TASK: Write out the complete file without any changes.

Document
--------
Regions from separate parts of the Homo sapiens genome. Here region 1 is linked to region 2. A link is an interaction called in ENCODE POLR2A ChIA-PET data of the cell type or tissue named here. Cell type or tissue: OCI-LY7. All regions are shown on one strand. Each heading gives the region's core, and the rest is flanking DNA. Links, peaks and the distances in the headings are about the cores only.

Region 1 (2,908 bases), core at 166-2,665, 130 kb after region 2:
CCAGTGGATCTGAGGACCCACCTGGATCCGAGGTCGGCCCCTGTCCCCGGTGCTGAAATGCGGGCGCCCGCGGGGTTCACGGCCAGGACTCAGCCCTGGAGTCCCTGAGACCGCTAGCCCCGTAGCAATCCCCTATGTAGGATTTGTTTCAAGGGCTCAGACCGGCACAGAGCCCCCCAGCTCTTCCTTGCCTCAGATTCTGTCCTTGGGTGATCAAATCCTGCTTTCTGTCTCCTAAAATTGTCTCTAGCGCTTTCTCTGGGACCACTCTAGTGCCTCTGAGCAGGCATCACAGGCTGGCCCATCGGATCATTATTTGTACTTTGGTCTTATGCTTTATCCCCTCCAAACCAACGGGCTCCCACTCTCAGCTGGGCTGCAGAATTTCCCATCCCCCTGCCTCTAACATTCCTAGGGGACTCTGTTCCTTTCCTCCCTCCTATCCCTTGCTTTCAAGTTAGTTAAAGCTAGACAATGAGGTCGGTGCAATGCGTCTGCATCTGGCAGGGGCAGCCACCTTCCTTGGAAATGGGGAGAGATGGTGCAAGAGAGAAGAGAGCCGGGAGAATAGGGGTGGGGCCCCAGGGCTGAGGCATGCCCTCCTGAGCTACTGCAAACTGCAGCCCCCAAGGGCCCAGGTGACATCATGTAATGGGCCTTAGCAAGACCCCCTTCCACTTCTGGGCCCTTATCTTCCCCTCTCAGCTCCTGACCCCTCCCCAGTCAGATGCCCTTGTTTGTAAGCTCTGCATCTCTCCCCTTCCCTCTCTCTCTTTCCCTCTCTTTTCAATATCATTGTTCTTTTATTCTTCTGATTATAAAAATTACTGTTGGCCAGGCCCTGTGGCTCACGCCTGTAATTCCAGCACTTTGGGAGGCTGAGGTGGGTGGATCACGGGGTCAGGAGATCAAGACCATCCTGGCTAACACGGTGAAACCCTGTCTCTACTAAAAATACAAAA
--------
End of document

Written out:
Regions from separate parts of the Homo sapiens genome. Here region 1 is linked to region 2. A link is an interaction called in ENCODE POLR2A ChIA-PET data of the cell type or tissue named here. Cell type or tissue: OCI-LY7. All regions are shown on one strand. Each heading gives the region's core, and the rest is flanking DNA. Links, peaks and the distances in the headings are about the cores only.

Region 1 (2,908 bases), core at 166-2,665, 130 kb after region 2:
CCAGTGGATCTGAGGACCCACCTGGATCCGAGGTCGGCCCCTGTCCCCGGTGCTGAAATGCGGGCGCCCGCGGGGTTCACGGCCAGGACTCAGCCCTGGAGTCCCTGAGACCGCTAGCCCCGTAGCAATCCCCTATGTAGGATTTGTTTCAAGGGCTCAGACCGGCACAGAGCCCCCCAGCTCTTCCTTGCCTCAGATTCTGTCCTTGGGTGATCAAATCCTGCTTTCTGTCTCCTAAAATTGTCTCTAGCGCTTTCTCTGGGACCACTCTAGTGCCTCTGAGCAGGCATCACAGGCTGGCCCATCGGATCATTATTTGTACTTTGGTCTTATGCTTTATCCCCTCCAAACCAACGGGCTCCCACTCTCAGCTGGGCTGCAGAATTTCCCATCCCCCTGCCTCTAACATTCCTAGGGGACTCTGTTCCTTTCCTCCCTCCTATCCCTTGCTTTCAAGTTAGTTAAAGCTAGACAATGAGGTCGGTGCAATGCGTCTGCATCTGGCAGGGGCAGCCACCTTCCTTGGAAATGGGGAGAGATGGTGCAAGAGAGAAGAGAGCCGGGAGAATAGGGGTGGGGCCCCAGGGCTGAGGCATGCCCTCCTGAGCTACTGCAAACTGCAGCCCCCAAGGGCCCAGGTGACATCATGTAATGGGCCTTAGCAAGACCCCCTTCCACTTCTGGGCCCTTATCTTCCCCTCTCAGCTCCTGACCCCTCCCCAGTCAGATGCCCTTGTTTGTAAGCTCTGCATCTCTCCCCTTCCCTCTCTCTCTTTCCCTCTCTTTTCAATATCATTGTTCTTTTATTCTTCTGATTATAAAAATTACTGTTGGCCAGGCCCTGTGGCTCACGCCTGTAATTCCAGCACTTTGGGAGGCTGAGGTGGGTGGATCACGGGGTCAGGAGATCAAGACCATCCTGGCTAACACGGTGAAACCCTGTCTCTACTAAAAATACAAAA